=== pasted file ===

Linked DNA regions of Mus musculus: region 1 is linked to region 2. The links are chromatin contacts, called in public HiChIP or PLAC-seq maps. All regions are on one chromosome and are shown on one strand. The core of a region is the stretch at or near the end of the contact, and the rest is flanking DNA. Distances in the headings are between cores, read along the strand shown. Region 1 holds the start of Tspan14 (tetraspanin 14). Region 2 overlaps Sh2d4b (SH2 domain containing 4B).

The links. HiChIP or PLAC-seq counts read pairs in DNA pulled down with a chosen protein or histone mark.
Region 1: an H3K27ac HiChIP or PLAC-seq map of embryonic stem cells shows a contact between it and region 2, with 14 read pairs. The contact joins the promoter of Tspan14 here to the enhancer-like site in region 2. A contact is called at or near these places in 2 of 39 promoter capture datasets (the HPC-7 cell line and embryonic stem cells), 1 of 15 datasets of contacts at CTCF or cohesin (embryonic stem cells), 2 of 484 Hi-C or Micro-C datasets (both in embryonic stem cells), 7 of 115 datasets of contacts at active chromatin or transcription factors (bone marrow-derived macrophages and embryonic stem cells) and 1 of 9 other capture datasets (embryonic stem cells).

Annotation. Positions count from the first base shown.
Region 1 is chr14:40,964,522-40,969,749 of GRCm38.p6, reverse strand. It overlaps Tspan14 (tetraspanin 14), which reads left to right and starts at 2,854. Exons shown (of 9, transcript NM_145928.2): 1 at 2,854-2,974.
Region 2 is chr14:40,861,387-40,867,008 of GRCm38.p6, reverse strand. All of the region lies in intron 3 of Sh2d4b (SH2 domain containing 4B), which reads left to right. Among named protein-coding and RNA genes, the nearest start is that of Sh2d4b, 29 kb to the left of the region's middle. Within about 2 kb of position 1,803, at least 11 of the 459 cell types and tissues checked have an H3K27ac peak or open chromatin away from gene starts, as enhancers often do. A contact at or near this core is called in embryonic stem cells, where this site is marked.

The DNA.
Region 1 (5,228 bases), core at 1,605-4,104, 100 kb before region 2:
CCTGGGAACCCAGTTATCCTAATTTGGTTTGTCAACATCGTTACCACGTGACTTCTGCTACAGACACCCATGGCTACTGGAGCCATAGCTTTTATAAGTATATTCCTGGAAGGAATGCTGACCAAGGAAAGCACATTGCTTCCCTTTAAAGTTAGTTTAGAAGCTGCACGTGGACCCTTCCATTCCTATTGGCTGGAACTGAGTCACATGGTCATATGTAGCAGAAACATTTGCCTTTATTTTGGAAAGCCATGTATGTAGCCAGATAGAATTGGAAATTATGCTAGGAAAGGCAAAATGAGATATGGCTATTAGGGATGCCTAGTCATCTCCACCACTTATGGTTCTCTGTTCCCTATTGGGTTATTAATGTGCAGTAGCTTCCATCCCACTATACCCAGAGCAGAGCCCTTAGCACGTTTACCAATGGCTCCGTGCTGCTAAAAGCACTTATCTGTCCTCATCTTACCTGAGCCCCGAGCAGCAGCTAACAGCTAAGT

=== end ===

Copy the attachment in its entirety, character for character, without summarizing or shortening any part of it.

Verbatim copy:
Linked DNA regions of Mus musculus: region 1 is linked to region 2. The links are chromatin contacts, called in public HiChIP or PLAC-seq maps. All regions are on one chromosome and are shown on one strand. The core of a region is the stretch at or near the end of the contact, and the rest is flanking DNA. Distances in the headings are between cores, read along the strand shown. Region 1 holds the start of Tspan14 (tetraspanin 14). Region 2 overlaps Sh2d4b (SH2 domain containing 4B).

The links. HiChIP or PLAC-seq counts read pairs in DNA pulled down with a chosen protein or histone mark.
Region 1: an H3K27ac HiChIP or PLAC-seq map of embryonic stem cells shows a contact between it and region 2, with 14 read pairs. The contact joins the promoter of Tspan14 here to the enhancer-like site in region 2. A contact is called at or near these places in 2 of 39 promoter capture datasets (the HPC-7 cell line and embryonic stem cells), 1 of 15 datasets of contacts at CTCF or cohesin (embryonic stem cells), 2 of 484 Hi-C or Micro-C datasets (both in embryonic stem cells), 7 of 115 datasets of contacts at active chromatin or transcription factors (bone marrow-derived macrophages and embryonic stem cells) and 1 of 9 other capture datasets (embryonic stem cells).

Annotation. Positions count from the first base shown.
Region 1 is chr14:40,964,522-40,969,749 of GRCm38.p6, reverse strand. It overlaps Tspan14 (tetraspanin 14), which reads left to right and starts at 2,854. Exons shown (of 9, transcript NM_145928.2): 1 at 2,854-2,974.
Region 2 is chr14:40,861,387-40,867,008 of GRCm38.p6, reverse strand. All of the region lies in intron 3 of Sh2d4b (SH2 domain containing 4B), which reads left to right. Among named protein-coding and RNA genes, the nearest start is that of Sh2d4b, 29 kb to the left of the region's middle. Within about 2 kb of position 1,803, at least 11 of the 459 cell types and tissues checked have an H3K27ac peak or open chromatin away from gene starts, as enhancers often do. A contact at or near this core is called in embryonic stem cells, where this site is marked.

The DNA.
Region 1 (5,228 bases), core at 1,605-4,104, 100 kb before region 2:
CCTGGGAACCCAGTTATCCTAATTTGGTTTGTCAACATCGTTACCACGTGACTTCTGCTACAGACACCCATGGCTACTGGAGCCATAGCTTTTATAAGTATATTCCTGGAAGGAATGCTGACCAAGGAAAGCACATTGCTTCCCTTTAAAGTTAGTTTAGAAGCTGCACGTGGACCCTTCCATTCCTATTGGCTGGAACTGAGTCACATGGTCATATGTAGCAGAAACATTTGCCTTTATTTTGGAAAGCCATGTATGTAGCCAGATAGAATTGGAAATTATGCTAGGAAAGGCAAAATGAGATATGGCTATTAGGGATGCCTAGTCATCTCCACCACTTATGGTTCTCTGTTCCCTATTGGGTTATTAATGTGCAGTAGCTTCCATCCCACTATACCCAGAGCAGAGCCCTTAGCACGTTTACCAATGGCTCCGTGCTGCTAAAAGCACTTATCTGTCCTCATCTTACCTGAGCCCCGAGCAGCAGCTAACAGCTAAGT